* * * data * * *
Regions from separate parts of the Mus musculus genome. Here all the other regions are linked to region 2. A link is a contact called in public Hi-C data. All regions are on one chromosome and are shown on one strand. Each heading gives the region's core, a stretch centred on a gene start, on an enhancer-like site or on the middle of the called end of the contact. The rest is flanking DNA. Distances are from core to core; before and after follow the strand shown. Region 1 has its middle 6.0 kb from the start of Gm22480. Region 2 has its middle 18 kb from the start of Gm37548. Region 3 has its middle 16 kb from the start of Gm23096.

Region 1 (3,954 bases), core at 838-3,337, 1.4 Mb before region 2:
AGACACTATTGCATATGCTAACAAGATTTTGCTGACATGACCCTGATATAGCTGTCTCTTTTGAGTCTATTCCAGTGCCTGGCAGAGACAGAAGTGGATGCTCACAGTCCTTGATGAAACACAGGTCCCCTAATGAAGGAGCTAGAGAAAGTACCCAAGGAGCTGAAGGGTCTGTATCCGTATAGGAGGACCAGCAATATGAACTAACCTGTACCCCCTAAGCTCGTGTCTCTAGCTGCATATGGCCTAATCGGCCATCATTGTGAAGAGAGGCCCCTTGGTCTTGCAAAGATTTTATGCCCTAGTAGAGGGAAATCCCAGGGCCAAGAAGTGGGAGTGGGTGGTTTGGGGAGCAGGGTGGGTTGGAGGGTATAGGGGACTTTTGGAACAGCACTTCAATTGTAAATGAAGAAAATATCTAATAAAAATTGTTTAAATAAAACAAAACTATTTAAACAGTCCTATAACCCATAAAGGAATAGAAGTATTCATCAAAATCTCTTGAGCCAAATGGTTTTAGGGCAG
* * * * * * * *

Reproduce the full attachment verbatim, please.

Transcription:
Regions from separate parts of the Mus musculus genome. Here all the other regions are linked to region 2. A link is a contact called in public Hi-C data. All regions are on one chromosome and are shown on one strand. Each heading gives the region's core, a stretch centred on a gene start, on an enhancer-like site or on the middle of the called end of the contact. The rest is flanking DNA. Distances are from core to core; before and after follow the strand shown. Region 1 has its middle 6.0 kb from the start of Gm22480. Region 2 has its middle 18 kb from the start of Gm37548. Region 3 has its middle 16 kb from the start of Gm23096.

Region 1 (3,954 bases), core at 838-3,337, 1.4 Mb before region 2:
AGACACTATTGCATATGCTAACAAGATTTTGCTGACATGACCCTGATATAGCTGTCTCTTTTGAGTCTATTCCAGTGCCTGGCAGAGACAGAAGTGGATGCTCACAGTCCTTGATGAAACACAGGTCCCCTAATGAAGGAGCTAGAGAAAGTACCCAAGGAGCTGAAGGGTCTGTATCCGTATAGGAGGACCAGCAATATGAACTAACCTGTACCCCCTAAGCTCGTGTCTCTAGCTGCATATGGCCTAATCGGCCATCATTGTGAAGAGAGGCCCCTTGGTCTTGCAAAGATTTTATGCCCTAGTAGAGGGAAATCCCAGGGCCAAGAAGTGGGAGTGGGTGGTTTGGGGAGCAGGGTGGGTTGGAGGGTATAGGGGACTTTTGGAACAGCACTTCAATTGTAAATGAAGAAAATATCTAATAAAAATTGTTTAAATAAAACAAAACTATTTAAACAGTCCTATAACCCATAAAGGAATAGAAGTATTCATCAAAATCTCTTGAGCCAAATGGTTTTAGGGCAG